Most Memorable Reads of 2010

Last year instead of sharing my favorite reads, I shared my most memorable ones and I am doing the same thing for this past year. It’s odd, but sometimes the books that I loved reading are not the ones that stay with me for the long haul. Who can explain or know what has staying power , will shape thought, and etch memory?

I was increasingly picky about the books I read last year, so this was a really difficult list to attempt. So much so, that I thought about not sharing it at all. But finally, in February, I am satisfied enough with this incarnation to hit publish, knowing that as soon as I do, I will remember something that absolutely should not have escaped making this list.  Such is life.

  • The Little Stranger, by Sarah Waters – I read this book and immediately wanted to start again.  Creepy and imminently discussable, people come away from this one with wildly different theories and opinions.
  • Stories, by Zora Neale Hurston – This woman has such an ear for dialect, and talent for getting to the heart of things.  Short stories can be hit or miss with me, but almost all of these connected.  I listened on audio and the narrator did an excellent job.  A collection I will return to for sure.
  • Daughters of the Witching Hill, by Mary Sharratt – Such  a savory read.  Historical fiction about the trials of witches living during a time of religious uncertainty in England.  I picked up another of Sharratt’s books, The Vanishing Point, and I see it has the same rich writing and depth of character.  Love.
  • Perfect Peace, by Daniel Black The premise alone makes this book extremely hard to forget, and only too large a cast of characters inhibited its promise. A mother who has born many sons decides that she has had enough, and that her next child will be a girl no matter what.  When her next child is biologically born a boy she hides it from everyone. Wow.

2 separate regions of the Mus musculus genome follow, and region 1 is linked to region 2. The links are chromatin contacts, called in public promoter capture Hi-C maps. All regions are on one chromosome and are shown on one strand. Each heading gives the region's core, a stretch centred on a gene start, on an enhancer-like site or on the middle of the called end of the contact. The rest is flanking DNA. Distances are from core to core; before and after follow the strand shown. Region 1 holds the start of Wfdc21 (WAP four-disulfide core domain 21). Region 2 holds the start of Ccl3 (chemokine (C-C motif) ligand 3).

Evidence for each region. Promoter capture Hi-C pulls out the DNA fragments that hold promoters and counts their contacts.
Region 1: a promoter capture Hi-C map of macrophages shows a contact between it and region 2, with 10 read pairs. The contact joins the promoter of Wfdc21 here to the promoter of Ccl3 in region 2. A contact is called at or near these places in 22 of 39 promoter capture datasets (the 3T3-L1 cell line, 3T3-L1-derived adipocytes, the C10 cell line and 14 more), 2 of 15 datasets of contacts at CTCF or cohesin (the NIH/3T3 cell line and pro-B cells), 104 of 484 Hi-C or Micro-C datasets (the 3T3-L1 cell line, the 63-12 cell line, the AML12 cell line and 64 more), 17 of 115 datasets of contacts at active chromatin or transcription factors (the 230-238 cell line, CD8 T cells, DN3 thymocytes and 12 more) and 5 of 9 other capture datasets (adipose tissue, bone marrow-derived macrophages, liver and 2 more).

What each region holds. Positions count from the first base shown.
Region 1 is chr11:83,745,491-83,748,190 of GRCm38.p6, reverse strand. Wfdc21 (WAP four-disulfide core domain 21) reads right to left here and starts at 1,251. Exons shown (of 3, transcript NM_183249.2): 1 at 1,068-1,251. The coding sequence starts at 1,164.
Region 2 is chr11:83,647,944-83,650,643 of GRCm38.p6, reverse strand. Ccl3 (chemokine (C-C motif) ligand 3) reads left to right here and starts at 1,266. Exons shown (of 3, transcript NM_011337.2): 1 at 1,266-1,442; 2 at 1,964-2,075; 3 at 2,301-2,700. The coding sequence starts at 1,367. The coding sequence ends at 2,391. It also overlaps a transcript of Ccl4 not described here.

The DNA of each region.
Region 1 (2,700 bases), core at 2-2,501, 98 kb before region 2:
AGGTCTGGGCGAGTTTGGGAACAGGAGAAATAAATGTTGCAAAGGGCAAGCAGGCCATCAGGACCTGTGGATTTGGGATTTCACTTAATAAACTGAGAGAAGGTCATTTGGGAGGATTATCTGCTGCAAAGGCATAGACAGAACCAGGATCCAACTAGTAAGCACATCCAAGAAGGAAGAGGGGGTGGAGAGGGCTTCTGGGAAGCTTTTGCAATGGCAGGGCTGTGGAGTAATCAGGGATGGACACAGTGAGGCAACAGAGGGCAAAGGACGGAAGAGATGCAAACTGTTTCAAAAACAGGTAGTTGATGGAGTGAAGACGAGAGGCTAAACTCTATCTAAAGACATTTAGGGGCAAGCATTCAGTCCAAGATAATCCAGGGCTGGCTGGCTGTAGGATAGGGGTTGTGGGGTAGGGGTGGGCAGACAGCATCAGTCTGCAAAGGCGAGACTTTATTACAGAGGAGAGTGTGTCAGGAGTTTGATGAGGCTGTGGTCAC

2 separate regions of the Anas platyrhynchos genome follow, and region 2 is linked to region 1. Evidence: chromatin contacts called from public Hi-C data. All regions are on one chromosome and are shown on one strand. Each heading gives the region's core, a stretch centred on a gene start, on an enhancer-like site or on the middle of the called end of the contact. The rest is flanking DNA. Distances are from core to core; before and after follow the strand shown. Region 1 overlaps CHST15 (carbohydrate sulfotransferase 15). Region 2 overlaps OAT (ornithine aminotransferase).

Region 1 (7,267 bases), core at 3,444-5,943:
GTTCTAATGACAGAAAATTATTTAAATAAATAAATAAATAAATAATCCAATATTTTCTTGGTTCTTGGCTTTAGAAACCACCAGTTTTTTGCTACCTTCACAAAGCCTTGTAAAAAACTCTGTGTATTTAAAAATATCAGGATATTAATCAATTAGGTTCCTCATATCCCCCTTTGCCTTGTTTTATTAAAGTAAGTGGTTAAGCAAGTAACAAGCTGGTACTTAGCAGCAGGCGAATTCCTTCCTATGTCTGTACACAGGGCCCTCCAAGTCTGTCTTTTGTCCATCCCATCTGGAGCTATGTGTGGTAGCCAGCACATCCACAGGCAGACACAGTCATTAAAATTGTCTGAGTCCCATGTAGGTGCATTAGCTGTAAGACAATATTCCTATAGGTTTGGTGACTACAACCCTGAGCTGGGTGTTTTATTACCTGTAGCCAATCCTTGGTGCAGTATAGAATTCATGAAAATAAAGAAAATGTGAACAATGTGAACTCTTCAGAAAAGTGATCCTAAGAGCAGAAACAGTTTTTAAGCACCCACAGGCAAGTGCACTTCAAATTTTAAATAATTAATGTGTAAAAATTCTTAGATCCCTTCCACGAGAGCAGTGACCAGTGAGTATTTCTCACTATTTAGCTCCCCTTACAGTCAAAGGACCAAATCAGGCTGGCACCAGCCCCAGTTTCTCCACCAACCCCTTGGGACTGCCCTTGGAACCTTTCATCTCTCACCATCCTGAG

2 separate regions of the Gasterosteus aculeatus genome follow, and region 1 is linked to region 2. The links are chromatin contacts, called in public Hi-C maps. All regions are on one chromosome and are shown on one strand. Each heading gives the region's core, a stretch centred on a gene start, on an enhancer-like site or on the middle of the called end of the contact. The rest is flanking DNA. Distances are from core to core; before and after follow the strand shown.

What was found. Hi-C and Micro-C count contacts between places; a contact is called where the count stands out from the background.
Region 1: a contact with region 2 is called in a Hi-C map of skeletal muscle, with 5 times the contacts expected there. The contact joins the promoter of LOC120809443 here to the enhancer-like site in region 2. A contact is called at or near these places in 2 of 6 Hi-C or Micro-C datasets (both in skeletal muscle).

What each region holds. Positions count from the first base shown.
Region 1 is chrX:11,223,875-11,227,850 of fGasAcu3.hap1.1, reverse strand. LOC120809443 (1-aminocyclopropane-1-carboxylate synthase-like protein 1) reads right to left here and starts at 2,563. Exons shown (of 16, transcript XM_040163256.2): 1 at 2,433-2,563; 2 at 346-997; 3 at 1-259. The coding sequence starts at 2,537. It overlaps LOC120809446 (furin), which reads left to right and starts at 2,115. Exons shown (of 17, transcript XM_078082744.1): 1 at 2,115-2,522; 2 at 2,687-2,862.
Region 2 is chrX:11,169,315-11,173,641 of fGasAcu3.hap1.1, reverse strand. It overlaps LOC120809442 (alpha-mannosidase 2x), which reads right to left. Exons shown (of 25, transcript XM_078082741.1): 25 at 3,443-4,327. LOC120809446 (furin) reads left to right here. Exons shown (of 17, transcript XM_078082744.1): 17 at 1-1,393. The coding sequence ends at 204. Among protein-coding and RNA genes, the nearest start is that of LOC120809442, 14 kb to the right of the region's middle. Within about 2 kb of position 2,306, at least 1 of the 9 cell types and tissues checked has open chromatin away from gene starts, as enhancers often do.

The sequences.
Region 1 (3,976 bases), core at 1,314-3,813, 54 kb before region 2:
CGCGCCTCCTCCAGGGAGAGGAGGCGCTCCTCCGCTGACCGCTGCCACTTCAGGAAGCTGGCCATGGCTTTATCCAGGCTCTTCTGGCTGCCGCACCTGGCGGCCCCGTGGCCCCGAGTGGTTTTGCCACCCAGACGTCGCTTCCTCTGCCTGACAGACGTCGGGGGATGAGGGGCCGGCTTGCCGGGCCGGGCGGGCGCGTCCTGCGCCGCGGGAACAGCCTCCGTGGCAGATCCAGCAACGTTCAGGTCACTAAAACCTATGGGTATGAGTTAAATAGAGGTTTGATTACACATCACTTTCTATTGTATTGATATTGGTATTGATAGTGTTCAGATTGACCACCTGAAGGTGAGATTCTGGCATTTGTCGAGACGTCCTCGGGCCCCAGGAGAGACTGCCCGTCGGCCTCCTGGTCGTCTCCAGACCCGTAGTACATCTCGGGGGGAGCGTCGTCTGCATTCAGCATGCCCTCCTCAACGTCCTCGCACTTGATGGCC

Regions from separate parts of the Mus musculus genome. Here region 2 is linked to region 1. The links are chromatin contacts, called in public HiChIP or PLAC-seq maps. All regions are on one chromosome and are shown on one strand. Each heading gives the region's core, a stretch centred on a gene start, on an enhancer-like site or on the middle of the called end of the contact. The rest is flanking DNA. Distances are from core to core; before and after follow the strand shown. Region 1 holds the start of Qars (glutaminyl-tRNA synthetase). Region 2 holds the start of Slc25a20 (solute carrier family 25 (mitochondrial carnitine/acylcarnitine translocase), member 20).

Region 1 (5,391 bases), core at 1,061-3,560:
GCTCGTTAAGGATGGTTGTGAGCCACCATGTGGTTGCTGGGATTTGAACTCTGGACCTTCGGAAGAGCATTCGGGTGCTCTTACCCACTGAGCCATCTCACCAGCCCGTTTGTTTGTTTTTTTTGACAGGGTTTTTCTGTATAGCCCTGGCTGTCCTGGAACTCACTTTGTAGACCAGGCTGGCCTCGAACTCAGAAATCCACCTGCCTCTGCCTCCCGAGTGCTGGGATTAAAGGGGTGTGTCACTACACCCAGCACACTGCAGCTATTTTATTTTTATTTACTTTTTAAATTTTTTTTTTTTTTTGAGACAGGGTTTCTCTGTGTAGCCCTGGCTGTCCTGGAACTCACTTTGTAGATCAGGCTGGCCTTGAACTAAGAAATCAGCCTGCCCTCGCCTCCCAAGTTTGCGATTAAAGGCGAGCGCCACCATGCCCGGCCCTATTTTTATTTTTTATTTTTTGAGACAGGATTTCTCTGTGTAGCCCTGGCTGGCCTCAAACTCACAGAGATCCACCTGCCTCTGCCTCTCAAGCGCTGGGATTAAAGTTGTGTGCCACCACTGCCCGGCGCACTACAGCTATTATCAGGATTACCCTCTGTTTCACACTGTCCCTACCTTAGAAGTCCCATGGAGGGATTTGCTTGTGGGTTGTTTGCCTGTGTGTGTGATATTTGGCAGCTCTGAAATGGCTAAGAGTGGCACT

• Come Sunday, by Isla Morley – This powerful story of a mother’s grief and her troubles in exorcising the demons that have for years haunted the relationship with her own mother continues to stay with me.  It’s one of my top recommendations for those who don’t mind a tough read.
  • Bayou, by Jeremy LoveI haven’t reviewed Bayou, partly because I don’t even know if I have the capacity to even understand it, but as best I can tell it follows a girl who goes down a rabbit hole to save her father and encounters an alternate Reconstruction Era South populated by humans and animals. It is stunning.
  • Words by Heart, by Ouida Sebestyen – One of my favorite books from adolescence, and now since I have re-read it again, adulthood. I am making Ms. Devourer of Books read this one next year.
  • The Color Purple, by Alice Walker & To Kill A Mockingbird, by Harper Lee – I waited a criminal amount of time to read these incomparables of literature.  Such a shame, but I am glad that I remedied the problem.

1DA652C2516038AE4D02F55645591F39 Source Code   Movie Trailer

You may also like


  1. This is a really good idea, and one I might steal. I’ve already done a “best of” type list, but the best are not necessarily the most memorable. Great idea!

  2. I agree with you on Bayou. I’m so glad you told me about it. It’s such an amazing read. Did you know volume 2 is coming out later on this month? The Color Purple, Little Strangers, and Stories are all on my tbr pile. Have a great week.

  3. I read both To Kill A Mockingbird and The Color Purple for the first time in 2010 as well Nicole and would agree with you 100% – fantastic reads!

    The Little Strangers is still on my hit list and I know I want to read that one – hopefully this year.

  4. I like this kind of wrap up as well. It’s the books that stay with you the longest that mean the most, not necessarily those that you ‘liked’ the best in the traditional sense.

  5. I know exactly what you mean! The best example I can come up with is Red Hook Road. Not a five star read, but I’m still thinking about it four or five months after the fact. I loved Daughters of Witching Hill as well.

  6. Great post Nicole and you’re so right about what does and doesn’t stay with a person!! Even though I haven’t heard of most of these I’m sure to pay attention on my next journey to the library and B&N…

  7. I almost bought Daughters of Witching Hill yesterday. Definitely going on my list. And, wasn’t The Little Stranger great? I am just such a fan of Sarah Waters.

  8. Glad you read The Color Purple and To Kill a Mockingbird — two books that have stayed with me for years.

  9. I love that you are noting your most memorable vs. favorite. It is so true that many memorable books are not necessarily our favorites. I might “steal” this idea from you!

  10. I know exactly what you mean. I’ve been struggling with that very thing this week in trying to write my review of The Guernsey Literary and Potato Peel Pie Society. I loved it when I read it a few months ago, but now I remember almost nothing about it. I love your list-it sounds like a great collection.